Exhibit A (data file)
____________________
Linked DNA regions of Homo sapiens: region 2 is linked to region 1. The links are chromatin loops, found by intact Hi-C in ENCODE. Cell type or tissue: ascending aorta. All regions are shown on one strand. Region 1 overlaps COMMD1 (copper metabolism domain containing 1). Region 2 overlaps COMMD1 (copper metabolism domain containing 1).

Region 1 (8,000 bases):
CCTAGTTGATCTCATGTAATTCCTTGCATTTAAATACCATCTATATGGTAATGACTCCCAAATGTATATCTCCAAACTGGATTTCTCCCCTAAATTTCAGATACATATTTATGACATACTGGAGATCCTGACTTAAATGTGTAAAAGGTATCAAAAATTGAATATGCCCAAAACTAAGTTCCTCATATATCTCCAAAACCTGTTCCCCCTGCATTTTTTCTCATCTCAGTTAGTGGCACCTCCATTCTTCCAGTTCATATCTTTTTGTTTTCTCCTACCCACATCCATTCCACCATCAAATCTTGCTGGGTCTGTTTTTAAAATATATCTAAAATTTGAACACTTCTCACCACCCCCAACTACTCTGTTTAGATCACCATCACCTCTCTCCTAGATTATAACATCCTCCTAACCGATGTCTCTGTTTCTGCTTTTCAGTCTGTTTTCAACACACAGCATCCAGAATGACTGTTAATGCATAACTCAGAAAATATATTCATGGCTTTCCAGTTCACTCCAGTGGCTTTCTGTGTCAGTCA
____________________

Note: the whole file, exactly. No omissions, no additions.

Linked DNA regions of Homo sapiens: region 2 is linked to region 1. The links are chromatin loops, found by intact Hi-C in ENCODE. Cell type or tissue: ascending aorta. All regions are shown on one strand. Region 1 overlaps COMMD1 (copper metabolism domain containing 1). Region 2 overlaps COMMD1 (copper metabolism domain containing 1).

Region 1 (8,000 bases):
CCTAGTTGATCTCATGTAATTCCTTGCATTTAAATACCATCTATATGGTAATGACTCCCAAATGTATATCTCCAAACTGGATTTCTCCCCTAAATTTCAGATACATATTTATGACATACTGGAGATCCTGACTTAAATGTGTAAAAGGTATCAAAAATTGAATATGCCCAAAACTAAGTTCCTCATATATCTCCAAAACCTGTTCCCCCTGCATTTTTTCTCATCTCAGTTAGTGGCACCTCCATTCTTCCAGTTCATATCTTTTTGTTTTCTCCTACCCACATCCATTCCACCATCAAATCTTGCTGGGTCTGTTTTTAAAATATATCTAAAATTTGAACACTTCTCACCACCCCCAACTACTCTGTTTAGATCACCATCACCTCTCTCCTAGATTATAACATCCTCCTAACCGATGTCTCTGTTTCTGCTTTTCAGTCTGTTTTCAACACACAGCATCCAGAATGACTGTTAATGCATAACTCAGAAAATATATTCATGGCTTTCCAGTTCACTCCAGTGGCTTTCTGTGTCAGTCA